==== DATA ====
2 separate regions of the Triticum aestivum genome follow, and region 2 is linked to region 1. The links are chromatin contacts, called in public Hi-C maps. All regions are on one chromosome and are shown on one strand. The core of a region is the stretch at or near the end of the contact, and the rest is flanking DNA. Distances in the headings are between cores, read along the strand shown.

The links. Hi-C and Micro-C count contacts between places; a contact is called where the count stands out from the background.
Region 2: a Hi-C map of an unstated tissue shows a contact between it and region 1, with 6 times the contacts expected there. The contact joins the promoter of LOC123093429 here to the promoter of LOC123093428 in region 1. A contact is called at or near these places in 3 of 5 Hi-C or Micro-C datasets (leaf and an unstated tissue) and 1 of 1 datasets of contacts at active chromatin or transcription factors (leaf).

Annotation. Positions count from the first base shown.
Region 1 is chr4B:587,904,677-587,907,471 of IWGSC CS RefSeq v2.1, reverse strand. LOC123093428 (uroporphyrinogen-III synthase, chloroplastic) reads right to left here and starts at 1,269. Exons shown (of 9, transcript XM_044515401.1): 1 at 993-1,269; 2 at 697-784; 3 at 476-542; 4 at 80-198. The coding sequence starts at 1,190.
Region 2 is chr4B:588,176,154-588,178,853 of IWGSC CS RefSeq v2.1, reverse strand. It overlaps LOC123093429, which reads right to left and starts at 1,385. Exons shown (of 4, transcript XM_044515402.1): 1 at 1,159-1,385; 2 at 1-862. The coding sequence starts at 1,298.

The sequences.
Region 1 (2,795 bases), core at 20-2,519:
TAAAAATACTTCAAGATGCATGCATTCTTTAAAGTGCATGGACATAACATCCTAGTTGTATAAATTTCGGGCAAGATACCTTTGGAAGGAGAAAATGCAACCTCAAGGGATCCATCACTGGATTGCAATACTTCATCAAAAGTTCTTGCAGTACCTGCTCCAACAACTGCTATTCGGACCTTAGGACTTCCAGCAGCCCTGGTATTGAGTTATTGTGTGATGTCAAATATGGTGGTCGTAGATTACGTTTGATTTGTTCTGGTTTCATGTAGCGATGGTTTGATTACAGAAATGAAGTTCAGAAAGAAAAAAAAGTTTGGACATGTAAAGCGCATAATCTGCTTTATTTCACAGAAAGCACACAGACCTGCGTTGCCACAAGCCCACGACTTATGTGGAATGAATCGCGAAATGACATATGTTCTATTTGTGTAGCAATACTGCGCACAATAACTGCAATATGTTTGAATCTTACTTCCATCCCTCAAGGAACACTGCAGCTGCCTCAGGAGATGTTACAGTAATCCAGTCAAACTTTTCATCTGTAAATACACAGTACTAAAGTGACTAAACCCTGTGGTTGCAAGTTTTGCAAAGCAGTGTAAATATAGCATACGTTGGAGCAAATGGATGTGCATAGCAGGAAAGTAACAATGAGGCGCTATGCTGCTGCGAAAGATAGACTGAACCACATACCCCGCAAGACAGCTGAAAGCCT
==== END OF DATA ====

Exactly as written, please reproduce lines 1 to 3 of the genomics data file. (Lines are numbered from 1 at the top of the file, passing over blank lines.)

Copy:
2 separate regions of the Triticum aestivum genome follow, and region 2 is linked to region 1. The links are chromatin contacts, called in public Hi-C maps. All regions are on one chromosome and are shown on one strand. The core of a region is the stretch at or near the end of the contact, and the rest is flanking DNA. Distances in the headings are between cores, read along the strand shown.

The links. Hi-C and Micro-C count contacts between places; a contact is called where the count stands out from the background.
Region 2: a Hi-C map of an unstated tissue shows a contact between it and region 1, with 6 times the contacts expected there. The contact joins the promoter of LOC123093429 here to the promoter of LOC123093428 in region 1. A contact is called at or near these places in 3 of 5 Hi-C or Micro-C datasets (leaf and an unstated tissue) and 1 of 1 datasets of contacts at active chromatin or transcription factors (leaf).